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What's The Deal With Post's Fruity Pebbles Cereal?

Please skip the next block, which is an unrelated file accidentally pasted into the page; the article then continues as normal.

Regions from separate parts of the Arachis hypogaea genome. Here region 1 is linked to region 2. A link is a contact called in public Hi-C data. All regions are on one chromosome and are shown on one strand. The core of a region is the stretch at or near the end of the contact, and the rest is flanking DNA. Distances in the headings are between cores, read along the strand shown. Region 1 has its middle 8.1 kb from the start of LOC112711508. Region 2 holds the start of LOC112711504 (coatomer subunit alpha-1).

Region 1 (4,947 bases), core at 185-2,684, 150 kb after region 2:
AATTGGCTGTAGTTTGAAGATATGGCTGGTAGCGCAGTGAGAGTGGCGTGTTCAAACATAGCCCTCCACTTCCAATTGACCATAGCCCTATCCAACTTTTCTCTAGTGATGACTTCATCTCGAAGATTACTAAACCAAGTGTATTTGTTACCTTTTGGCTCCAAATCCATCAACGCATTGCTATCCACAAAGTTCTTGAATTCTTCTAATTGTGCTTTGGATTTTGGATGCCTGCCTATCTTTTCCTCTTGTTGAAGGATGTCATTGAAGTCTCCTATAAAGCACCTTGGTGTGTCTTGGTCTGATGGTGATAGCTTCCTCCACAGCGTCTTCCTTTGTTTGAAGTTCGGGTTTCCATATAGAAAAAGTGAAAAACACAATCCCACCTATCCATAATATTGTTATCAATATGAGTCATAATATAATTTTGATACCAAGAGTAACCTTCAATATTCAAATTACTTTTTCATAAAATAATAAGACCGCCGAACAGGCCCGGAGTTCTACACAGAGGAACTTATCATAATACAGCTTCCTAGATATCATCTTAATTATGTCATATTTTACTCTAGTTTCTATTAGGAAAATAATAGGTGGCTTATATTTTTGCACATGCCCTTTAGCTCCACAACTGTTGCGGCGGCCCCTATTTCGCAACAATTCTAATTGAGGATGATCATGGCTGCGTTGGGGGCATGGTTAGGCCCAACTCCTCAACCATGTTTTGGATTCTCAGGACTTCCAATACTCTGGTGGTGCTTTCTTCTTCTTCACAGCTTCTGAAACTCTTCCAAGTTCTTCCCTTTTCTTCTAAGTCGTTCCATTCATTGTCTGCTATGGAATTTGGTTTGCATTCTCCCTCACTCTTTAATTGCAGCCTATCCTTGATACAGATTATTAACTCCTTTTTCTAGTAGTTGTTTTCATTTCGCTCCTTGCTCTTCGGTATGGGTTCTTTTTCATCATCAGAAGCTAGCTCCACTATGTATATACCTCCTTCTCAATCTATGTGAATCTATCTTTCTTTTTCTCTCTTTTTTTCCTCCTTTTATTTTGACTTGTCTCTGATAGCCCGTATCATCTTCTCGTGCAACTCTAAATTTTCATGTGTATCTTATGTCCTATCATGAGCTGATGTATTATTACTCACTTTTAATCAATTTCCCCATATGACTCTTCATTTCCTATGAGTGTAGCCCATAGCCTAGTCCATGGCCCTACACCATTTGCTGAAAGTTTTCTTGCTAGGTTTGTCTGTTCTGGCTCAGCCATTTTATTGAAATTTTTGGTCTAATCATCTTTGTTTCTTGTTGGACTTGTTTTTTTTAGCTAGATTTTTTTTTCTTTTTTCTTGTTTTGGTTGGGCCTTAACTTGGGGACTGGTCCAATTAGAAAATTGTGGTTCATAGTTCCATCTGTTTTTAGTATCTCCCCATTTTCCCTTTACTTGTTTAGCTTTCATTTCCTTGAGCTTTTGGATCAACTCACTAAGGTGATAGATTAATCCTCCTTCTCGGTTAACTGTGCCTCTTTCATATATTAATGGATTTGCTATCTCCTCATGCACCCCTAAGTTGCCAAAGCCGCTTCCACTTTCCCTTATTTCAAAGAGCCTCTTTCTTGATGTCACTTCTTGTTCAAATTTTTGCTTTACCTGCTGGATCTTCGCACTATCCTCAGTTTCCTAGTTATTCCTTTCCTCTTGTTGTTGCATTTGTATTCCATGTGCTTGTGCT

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My almost 2 year old daughter was just recently diagnosed with Celiac (confirmed via blood test/endoscopy) and I am trying out different kid friendly snack food for her. I read the ingredients on Post's Fruity Pebbles Cereal and saw that there were no gluten containing ingredients and bought some. Then I got home and decided to call the manufacturer just in case and asked if the cereal was gluten free. They told me that the Fruity Pebbles, Cocoa Pebbles, and Cupcake pebbles are all made on DESIGNATED gluten free lines, but that they are in a facility that processes other cereals. Has anyone had a problem with this cereal? It seems to me that being on designated lines would mean they would be considered gluten free? Also, does anyone know what the regulations are on printing whether a product is made in a facility that processes wheat are? Based on what I've seen on other processed items, it seems to be hit and miss. They direct you to their ingredient list, but if they're putting that food on a flour coated line, it seems like they'd have to tell you about it! I know the FDA requires that they clearly notate whether the product specifically contains one of the top 8 allergens, but I can't find any information regarding whether or not they have to print that the facility processes one of the top 8 allergens. Thanks for any info. This forum has been an incredible resource for me and my family as we adjust to our daughter's gluten free diet. I can't believe how quickly she responded to the diet change and what a different person she is now...it's incredible that all we needed to do was change the food we were giving her---just wish we had known earlier before going through months of throwing up, diarrhea, Emergency Room trips, etc.